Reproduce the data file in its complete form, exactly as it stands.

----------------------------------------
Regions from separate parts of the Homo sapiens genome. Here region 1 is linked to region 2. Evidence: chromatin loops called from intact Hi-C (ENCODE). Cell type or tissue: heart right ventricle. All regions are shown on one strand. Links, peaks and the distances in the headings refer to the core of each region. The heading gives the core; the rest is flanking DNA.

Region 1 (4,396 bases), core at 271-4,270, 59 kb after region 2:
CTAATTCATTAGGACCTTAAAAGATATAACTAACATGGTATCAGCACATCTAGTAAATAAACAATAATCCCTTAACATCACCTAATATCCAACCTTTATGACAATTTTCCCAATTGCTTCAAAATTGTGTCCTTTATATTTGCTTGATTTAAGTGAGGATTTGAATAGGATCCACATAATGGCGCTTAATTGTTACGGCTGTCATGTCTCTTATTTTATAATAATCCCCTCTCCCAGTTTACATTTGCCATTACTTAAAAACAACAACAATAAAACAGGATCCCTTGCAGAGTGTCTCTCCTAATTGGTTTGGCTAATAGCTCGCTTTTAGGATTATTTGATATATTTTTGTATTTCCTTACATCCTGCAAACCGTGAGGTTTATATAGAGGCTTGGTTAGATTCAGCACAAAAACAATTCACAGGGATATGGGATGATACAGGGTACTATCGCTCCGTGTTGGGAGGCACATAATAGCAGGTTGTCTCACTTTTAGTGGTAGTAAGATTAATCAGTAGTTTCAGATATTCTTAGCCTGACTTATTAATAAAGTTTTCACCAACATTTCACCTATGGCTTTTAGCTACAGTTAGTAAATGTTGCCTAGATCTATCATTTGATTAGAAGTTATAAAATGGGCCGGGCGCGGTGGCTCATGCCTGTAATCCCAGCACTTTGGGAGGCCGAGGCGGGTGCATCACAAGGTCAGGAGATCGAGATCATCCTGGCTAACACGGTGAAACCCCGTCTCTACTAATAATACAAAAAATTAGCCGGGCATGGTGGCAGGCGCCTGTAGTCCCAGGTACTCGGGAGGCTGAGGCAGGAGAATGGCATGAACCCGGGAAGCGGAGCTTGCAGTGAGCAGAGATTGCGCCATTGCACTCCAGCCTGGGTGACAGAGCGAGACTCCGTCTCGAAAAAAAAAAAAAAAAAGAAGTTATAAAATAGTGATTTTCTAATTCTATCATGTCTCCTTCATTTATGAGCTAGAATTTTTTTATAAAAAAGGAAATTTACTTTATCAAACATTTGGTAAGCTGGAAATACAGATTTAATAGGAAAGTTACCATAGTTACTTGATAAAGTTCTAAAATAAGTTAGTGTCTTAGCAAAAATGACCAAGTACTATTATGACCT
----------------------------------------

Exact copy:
Regions from separate parts of the Homo sapiens genome. Here region 1 is linked to region 2. Evidence: chromatin loops called from intact Hi-C (ENCODE). Cell type or tissue: heart right ventricle. All regions are shown on one strand. Links, peaks and the distances in the headings refer to the core of each region. The heading gives the core; the rest is flanking DNA.

Region 1 (4,396 bases), core at 271-4,270, 59 kb after region 2:
CTAATTCATTAGGACCTTAAAAGATATAACTAACATGGTATCAGCACATCTAGTAAATAAACAATAATCCCTTAACATCACCTAATATCCAACCTTTATGACAATTTTCCCAATTGCTTCAAAATTGTGTCCTTTATATTTGCTTGATTTAAGTGAGGATTTGAATAGGATCCACATAATGGCGCTTAATTGTTACGGCTGTCATGTCTCTTATTTTATAATAATCCCCTCTCCCAGTTTACATTTGCCATTACTTAAAAACAACAACAATAAAACAGGATCCCTTGCAGAGTGTCTCTCCTAATTGGTTTGGCTAATAGCTCGCTTTTAGGATTATTTGATATATTTTTGTATTTCCTTACATCCTGCAAACCGTGAGGTTTATATAGAGGCTTGGTTAGATTCAGCACAAAAACAATTCACAGGGATATGGGATGATACAGGGTACTATCGCTCCGTGTTGGGAGGCACATAATAGCAGGTTGTCTCACTTTTAGTGGTAGTAAGATTAATCAGTAGTTTCAGATATTCTTAGCCTGACTTATTAATAAAGTTTTCACCAACATTTCACCTATGGCTTTTAGCTACAGTTAGTAAATGTTGCCTAGATCTATCATTTGATTAGAAGTTATAAAATGGGCCGGGCGCGGTGGCTCATGCCTGTAATCCCAGCACTTTGGGAGGCCGAGGCGGGTGCATCACAAGGTCAGGAGATCGAGATCATCCTGGCTAACACGGTGAAACCCCGTCTCTACTAATAATACAAAAAATTAGCCGGGCATGGTGGCAGGCGCCTGTAGTCCCAGGTACTCGGGAGGCTGAGGCAGGAGAATGGCATGAACCCGGGAAGCGGAGCTTGCAGTGAGCAGAGATTGCGCCATTGCACTCCAGCCTGGGTGACAGAGCGAGACTCCGTCTCGAAAAAAAAAAAAAAAAAGAAGTTATAAAATAGTGATTTTCTAATTCTATCATGTCTCCTTCATTTATGAGCTAGAATTTTTTTATAAAAAAGGAAATTTACTTTATCAAACATTTGGTAAGCTGGAAATACAGATTTAATAGGAAAGTTACCATAGTTACTTGATAAAGTTCTAAAATAAGTTAGTGTCTTAGCAAAAATGACCAAGTACTATTATGACCT